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Carbs and healthier carbs for people with diabetes

Carbs and healthier carbs
Diet. Dieting concept. Healthy Food. Beautiful Young Woman choosing between Fruits and Sweets. Weight Loss.

Picture a food you love, now imagine being told you should never eat that food again. When a person is diagnosed with diabetes, this is often the message they perceive by those around them especially when it comes to carbohydrates. “Everything in moderation” may sound like a cliché, but it is as relevant to people with diabetes as it is for the rest of us, even when we are talking about eating carbohydrates. Some will argue that eating carbohydrates is what drives blood sugars out of whack, however, according to Diabetes Canada, 45-60% of daily calories should come from carbohydrate as part of a healthy diet. While some people with diabetes choose to limit their intake of carbohydrate, the current guidelines encourage them.

There are different types of carbs

When you have diabetes, it helps to understand the different types of carbohydrates. It may be helpful to identify carbs as those to “choose more often” or to “choose less often”. Carbohydrates are found in a variety of foods from bread to apple pie. The most common forms of carbohydrates are sugar, fibre and starch. Pretty much all consumed carbohydrate is converted into glucose (blood sugar).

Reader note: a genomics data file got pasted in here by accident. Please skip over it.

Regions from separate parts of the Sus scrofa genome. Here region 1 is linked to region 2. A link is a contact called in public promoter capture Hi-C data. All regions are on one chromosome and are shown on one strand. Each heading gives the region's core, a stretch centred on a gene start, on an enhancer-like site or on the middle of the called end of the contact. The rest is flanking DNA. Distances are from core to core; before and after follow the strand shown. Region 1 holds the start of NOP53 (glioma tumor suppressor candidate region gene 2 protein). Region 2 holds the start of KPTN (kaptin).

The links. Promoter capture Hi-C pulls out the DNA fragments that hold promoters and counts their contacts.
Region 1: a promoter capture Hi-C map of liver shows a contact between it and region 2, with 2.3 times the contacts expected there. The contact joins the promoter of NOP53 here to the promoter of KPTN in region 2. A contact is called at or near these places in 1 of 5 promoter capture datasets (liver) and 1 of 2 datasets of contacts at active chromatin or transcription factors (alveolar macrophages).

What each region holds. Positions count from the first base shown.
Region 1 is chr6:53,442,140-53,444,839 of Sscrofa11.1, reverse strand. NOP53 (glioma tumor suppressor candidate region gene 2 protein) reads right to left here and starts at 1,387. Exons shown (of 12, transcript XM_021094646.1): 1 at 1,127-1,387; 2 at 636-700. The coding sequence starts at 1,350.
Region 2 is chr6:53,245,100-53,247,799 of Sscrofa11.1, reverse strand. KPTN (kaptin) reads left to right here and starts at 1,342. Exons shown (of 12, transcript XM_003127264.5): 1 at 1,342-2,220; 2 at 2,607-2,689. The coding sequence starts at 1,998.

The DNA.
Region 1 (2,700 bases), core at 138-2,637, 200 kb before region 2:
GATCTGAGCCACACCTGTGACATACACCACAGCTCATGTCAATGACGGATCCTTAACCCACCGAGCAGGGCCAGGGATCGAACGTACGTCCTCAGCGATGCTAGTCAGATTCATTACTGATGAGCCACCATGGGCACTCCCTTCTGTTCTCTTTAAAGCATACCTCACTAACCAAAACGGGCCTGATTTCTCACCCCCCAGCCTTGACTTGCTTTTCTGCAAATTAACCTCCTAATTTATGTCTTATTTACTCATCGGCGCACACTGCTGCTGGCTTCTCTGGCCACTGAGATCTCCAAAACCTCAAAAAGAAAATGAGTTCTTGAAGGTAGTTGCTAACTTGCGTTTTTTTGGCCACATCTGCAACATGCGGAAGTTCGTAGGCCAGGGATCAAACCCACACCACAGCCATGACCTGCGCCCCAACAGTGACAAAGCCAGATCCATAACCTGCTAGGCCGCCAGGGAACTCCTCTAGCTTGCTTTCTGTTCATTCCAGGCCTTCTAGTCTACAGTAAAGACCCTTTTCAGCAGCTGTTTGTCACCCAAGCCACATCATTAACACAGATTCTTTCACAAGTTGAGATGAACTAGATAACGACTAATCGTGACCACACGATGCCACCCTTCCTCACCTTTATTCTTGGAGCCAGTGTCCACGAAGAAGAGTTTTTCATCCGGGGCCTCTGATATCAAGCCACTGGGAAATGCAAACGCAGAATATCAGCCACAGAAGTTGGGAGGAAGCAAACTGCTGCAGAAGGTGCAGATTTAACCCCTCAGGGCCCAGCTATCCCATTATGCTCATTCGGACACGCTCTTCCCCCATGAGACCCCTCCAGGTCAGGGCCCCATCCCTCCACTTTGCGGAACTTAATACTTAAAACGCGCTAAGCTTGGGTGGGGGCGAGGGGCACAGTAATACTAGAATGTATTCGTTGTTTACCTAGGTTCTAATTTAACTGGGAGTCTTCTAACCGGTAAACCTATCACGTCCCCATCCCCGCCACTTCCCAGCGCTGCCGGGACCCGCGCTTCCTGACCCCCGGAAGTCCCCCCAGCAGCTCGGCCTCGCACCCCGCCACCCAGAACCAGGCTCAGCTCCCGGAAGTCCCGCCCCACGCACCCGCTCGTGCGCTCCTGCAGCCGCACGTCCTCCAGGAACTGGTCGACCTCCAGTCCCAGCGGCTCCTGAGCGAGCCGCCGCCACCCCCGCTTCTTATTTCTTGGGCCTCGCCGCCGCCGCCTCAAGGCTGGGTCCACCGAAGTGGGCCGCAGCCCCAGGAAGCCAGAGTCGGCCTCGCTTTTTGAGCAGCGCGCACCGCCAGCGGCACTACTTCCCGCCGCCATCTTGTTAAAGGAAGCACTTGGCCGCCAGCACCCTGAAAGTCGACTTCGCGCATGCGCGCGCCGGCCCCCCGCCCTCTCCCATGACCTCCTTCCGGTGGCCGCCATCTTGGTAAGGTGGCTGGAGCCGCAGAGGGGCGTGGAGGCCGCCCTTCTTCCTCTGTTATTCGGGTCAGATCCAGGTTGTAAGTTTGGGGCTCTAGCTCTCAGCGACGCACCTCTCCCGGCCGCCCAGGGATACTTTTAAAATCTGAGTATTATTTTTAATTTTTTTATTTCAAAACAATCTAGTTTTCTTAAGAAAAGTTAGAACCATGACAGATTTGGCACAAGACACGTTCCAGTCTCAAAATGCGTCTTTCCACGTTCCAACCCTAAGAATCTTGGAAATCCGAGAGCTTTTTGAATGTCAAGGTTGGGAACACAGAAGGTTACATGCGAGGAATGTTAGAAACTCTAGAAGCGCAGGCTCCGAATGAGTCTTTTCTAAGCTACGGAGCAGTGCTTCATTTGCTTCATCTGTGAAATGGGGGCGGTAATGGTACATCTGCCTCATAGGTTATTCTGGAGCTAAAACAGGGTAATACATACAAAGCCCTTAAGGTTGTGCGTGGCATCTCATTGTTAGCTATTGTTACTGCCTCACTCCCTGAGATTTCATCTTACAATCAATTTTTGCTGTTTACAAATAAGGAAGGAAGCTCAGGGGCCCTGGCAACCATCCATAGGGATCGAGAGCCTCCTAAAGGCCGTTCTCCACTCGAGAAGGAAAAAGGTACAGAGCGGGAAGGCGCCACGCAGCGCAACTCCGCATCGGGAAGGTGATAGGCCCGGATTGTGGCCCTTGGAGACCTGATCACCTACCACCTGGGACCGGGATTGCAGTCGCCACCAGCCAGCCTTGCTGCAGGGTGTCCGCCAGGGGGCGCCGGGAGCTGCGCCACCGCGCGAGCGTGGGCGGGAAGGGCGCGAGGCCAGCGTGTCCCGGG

Which carbs to choose more often

Carbs to “choose more often” digest slower, releasing glucose gradually into the blood stream. This group of carbs includes fruits, dairy products, sweet potatoes, legumes and whole grains such as brown rice, whole oats, quinoa and bulgur. Not only are these an efficient source of energy, they also provide essential vitamins, minerals, and fibre.

Which carbs to choose less often

Carbs to “choose less often” are converted to glucose very fast, resulting in higher blood sugar levels. This group of carbs includes refined grains such as white flour and white bread; sugars such as white and brown sugar, regular soda and syrup.

It's not simply about what type

More important than which type of carbohydrate is eaten, is how much is eaten. It’s not realistic to think that you will always make the best choice, but knowing how those choices affect your blood sugar and what portion to choose, will go a long way to help keep your blood sugars in check.

carbohydrate content
Carbohydrates are an important part of your nutrition plan, because they are one of the body’s main sources of energy. Carbohydrates also have the greatest effect on your blood glucose levels.

About Joanne Lewis

Joanne Lewis, Dietitian and Certified Diabetes Educator, is the Director of Nutrition with Diabetes Canada where she is responsible for the development of diabetes education tools for healthcare professionals and people living with diabetes. She has nearly 20 years of experience as a registered dietitian and certified diabetes educator working in both hospital- and community-based programs. Ms Lewis has collaborated in the development and implementation of professional diabetes education programs and has presented at local, national and international conferences on a variety of diabetes and chronic disease related topics and has served as an advisor and reviewer for professional organizations and journals.

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